5 Episcopal Appointments Made for US
Convert to Catholicism Named Auxiliary for Denver
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WASHINGTON, D.C., APRIL 10, 2008 (Zenit.org).- Benedict XVI made five episcopal appointments affecting the Church in five U.S. states -- Iowa, Arkansas, Texas, Colorado and California.
Of the five appointments, announced Wednesday in Washington, three of the new bishops bring notable experience in Spanish-speaking study and ministry, and one is a convert to the Catholic faith.
Auxiliary Bishop Richard Pates, 65, of the Archdiocese of St. Paul and Minneapolis was named the leader of the Diocese of Des Moines, Iowa. He succeeds Bishop Joseph Charron, who retired exactly one year ago today.
Richard Pates was ordained a priest in St. Peter's Basilica in 1968 and named a monsignor in 1979. Bishop Pates has worked in promoting vocations as well as the archdiocesan secretariat. He served in the staff of the Apostolic Nunciature in Washington, 1975-81. He was also rector of St. John Vianney Seminary, 1981-87; and the founding pastor of the Church of St. Ambrose, in Woodbury, Minnesota.
Father Anthony Taylor, 53, of the Archdiocese of Oklahoma City, will fill the almost two-year vacancy of the post of bishop of Little Rock, Arkansas. The bishop-elect succeeds Bishop James Sartain, who was named to lead the Diocese of Joliet, Illinois, in May 2006.
Anthony Taylor was ordained for the Archdiocese of Oklahoma City in 1980. He studied biblical theology at Fordham University, earning a doctorate in that field.
He returned to Oklahoma City and was named vicar for Ministries, which included responsibilities for all ministries, continuing education for priests and the permanent diaconate. Bishop-elect Taylor was appointed founding pastor of a new parish in Edmond, Oklahoma, and later transferred to Sacred Heart Parish in light of his fluency in Spanish.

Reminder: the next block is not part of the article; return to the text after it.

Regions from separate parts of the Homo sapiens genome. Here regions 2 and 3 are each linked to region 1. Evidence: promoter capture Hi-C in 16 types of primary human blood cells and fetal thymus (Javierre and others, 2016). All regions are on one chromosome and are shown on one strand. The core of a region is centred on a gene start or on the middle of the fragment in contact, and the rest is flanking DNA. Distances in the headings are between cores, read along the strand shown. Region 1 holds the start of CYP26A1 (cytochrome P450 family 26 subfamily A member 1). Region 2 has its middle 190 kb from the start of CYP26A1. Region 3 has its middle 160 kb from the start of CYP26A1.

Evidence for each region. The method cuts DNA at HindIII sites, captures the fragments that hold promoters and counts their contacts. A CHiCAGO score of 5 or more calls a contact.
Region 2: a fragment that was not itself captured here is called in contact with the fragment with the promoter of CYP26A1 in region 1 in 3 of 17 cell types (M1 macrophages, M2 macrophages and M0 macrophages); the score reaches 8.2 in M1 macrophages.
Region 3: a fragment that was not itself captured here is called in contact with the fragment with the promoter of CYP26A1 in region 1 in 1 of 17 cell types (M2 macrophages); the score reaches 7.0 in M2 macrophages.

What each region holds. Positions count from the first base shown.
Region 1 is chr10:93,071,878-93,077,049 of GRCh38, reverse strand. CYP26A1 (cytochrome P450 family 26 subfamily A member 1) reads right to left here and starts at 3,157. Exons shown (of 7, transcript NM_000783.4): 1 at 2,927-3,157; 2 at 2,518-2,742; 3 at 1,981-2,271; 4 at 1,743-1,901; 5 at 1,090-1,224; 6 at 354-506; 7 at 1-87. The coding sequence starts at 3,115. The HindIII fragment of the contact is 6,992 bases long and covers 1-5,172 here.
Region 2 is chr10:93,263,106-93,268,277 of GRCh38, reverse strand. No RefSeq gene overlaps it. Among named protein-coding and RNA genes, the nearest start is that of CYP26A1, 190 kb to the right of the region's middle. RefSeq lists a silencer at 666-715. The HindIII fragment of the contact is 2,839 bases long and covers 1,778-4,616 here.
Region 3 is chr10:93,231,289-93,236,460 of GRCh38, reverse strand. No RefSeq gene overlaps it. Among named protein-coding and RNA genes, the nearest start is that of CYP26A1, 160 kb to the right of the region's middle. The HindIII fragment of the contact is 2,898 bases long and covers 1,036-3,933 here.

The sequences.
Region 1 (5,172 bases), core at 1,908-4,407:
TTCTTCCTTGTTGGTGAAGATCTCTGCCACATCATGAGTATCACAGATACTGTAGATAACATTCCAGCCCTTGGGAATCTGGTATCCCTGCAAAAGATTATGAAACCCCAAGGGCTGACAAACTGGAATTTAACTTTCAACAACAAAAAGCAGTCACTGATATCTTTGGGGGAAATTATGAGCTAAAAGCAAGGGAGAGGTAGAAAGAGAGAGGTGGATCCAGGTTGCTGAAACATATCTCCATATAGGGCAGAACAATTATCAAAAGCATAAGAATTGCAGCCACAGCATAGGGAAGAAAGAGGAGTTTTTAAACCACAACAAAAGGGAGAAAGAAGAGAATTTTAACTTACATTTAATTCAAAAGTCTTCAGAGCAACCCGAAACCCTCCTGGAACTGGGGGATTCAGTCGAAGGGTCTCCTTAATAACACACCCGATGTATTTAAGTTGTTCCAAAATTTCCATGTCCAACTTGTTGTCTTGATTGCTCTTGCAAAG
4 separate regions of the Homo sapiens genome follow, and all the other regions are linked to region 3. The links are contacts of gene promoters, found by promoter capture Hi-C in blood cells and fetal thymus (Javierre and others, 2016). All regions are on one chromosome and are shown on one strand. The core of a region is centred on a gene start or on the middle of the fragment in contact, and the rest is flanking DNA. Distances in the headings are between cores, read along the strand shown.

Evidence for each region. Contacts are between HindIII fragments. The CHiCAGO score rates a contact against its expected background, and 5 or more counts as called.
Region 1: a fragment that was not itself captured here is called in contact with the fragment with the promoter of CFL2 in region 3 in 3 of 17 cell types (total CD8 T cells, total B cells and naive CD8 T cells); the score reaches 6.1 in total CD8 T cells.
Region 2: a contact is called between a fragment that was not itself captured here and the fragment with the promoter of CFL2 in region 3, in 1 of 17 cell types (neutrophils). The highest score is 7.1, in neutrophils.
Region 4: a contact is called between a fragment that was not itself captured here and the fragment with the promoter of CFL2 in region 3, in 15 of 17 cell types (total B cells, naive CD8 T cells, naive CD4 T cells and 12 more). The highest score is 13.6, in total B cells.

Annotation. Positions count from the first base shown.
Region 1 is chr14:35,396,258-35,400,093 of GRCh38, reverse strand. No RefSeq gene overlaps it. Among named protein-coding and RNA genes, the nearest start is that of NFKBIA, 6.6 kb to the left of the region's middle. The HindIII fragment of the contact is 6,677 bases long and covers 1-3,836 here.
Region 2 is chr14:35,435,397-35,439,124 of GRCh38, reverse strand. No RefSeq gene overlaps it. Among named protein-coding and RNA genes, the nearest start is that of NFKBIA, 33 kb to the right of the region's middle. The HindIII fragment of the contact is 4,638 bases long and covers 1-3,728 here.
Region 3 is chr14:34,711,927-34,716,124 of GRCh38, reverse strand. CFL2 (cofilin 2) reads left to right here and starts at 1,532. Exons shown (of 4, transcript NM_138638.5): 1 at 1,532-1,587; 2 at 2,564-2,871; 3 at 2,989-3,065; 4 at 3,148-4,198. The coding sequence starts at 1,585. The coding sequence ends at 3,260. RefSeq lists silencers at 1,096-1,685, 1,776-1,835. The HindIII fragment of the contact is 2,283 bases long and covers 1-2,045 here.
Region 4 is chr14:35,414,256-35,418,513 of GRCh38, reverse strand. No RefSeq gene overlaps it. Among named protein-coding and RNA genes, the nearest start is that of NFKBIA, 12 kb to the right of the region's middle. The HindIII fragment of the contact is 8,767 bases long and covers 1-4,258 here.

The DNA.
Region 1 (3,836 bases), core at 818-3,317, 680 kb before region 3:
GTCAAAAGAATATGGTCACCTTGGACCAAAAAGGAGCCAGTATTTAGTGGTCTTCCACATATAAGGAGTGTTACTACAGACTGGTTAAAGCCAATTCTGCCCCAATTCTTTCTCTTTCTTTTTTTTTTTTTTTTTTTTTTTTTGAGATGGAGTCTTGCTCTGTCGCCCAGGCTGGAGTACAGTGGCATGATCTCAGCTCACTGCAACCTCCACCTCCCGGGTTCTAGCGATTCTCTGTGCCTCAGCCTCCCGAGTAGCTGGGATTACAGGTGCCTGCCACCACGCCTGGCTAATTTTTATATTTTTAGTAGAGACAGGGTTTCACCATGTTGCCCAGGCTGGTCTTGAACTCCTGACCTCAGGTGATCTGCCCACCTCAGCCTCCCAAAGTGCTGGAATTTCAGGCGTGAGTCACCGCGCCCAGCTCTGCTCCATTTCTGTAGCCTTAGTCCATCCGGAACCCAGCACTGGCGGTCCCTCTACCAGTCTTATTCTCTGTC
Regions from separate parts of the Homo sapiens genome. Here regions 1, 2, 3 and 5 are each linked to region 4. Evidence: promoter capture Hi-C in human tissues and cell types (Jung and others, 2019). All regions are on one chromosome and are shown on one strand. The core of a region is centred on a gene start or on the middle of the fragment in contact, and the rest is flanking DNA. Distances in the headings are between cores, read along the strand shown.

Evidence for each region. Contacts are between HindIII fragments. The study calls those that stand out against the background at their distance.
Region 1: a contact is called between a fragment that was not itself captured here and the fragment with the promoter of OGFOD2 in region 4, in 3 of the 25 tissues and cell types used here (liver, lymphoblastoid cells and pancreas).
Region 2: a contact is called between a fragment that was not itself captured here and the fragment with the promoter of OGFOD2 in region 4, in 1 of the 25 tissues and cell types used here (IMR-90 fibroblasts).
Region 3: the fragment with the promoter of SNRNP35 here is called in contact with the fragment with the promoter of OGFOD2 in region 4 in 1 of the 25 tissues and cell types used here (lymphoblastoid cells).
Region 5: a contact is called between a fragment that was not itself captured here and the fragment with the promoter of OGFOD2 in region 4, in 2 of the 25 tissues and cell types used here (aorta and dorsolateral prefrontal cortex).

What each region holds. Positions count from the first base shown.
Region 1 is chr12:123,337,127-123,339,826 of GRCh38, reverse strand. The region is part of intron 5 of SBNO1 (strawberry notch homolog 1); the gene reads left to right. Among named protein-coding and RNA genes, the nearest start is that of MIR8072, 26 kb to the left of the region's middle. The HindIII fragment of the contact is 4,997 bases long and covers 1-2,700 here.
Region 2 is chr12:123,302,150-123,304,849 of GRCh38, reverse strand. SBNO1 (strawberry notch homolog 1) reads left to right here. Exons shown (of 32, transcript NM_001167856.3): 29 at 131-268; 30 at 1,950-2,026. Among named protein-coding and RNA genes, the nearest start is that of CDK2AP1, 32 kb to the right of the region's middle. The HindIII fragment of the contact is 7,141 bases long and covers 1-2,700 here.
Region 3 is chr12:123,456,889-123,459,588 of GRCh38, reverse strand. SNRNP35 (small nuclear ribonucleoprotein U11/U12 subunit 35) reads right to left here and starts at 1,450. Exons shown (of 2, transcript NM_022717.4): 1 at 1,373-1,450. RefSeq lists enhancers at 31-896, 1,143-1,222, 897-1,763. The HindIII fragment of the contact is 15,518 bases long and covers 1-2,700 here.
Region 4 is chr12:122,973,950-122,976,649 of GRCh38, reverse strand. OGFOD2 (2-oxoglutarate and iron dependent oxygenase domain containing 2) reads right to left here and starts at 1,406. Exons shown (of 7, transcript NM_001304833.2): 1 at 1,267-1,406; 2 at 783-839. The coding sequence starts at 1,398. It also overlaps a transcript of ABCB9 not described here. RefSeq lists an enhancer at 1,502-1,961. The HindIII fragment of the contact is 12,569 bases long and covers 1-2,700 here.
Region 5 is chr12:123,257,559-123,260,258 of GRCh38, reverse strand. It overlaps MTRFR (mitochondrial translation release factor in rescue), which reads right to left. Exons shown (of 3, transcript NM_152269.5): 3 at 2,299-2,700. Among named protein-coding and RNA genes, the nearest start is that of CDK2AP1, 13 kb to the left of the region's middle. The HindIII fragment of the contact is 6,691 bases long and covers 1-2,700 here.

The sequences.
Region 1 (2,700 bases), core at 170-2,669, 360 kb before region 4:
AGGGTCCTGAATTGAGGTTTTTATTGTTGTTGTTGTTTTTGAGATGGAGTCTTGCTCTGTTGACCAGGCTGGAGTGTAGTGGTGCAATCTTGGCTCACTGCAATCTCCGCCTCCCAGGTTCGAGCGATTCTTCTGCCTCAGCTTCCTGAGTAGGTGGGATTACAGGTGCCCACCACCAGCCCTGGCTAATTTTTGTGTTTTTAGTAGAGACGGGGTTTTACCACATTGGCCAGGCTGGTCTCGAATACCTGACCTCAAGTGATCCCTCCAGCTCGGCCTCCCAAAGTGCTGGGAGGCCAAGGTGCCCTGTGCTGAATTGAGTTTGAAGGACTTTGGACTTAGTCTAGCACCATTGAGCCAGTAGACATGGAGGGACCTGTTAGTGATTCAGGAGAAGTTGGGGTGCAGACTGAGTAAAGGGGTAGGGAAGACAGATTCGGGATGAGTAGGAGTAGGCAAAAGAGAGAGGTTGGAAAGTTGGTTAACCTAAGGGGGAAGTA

Father Oscar Cantú, a native of the Diocese of Houston, Texas, was named auxiliary bishop of San Antonio. At 41, the Spanish-speaking bishop-elect is the youngest U.S. bishop.
He was ordained a priest in 1994 and worked in various parishes. He did graduate studies in theology at the North American College in Rome, 1998-2002; and was most recently pastor at Holy Name Parish in Houston.
Monsignor James Conley, 53, of the Diocese of Wichita, Kansas, was named auxiliary bishop for the Archdiocese of Denver.
He is a convert to the Catholic faith, having been raised Presbyterian. He was ordained in 1985 and earned a licentiate in moral theology and ethics at the Academia Alfonsiana, Rome. He was named a monsignor in 1998.
In addition to his experience as pastor and in pro-life ministry, Bishop-elect Conley has also served in the Vatican Congregation for Bishops. He was most recently pastor at Blessed Sacrament Parish in Wichita.
Father William Justice, 65, of the Archdiocese of San Francisco was named auxiliary bishop of that city.
He has been pastor of Mission Dolores Basilica in San Francisco since 2003, and archdiocesan vicar for clergy since 2006.
He was ordained a priest from the San Francisco Archdiocese in 1968 and later pursued post-graduate language studies in Spanish in Guadalajara, Mexico.
He served in several parishes in the archdiocese. He also was director of the Permanent Diaconate office, 1979-1981, and was secretary in the Office of Pastoral Ministry, 1981-1982.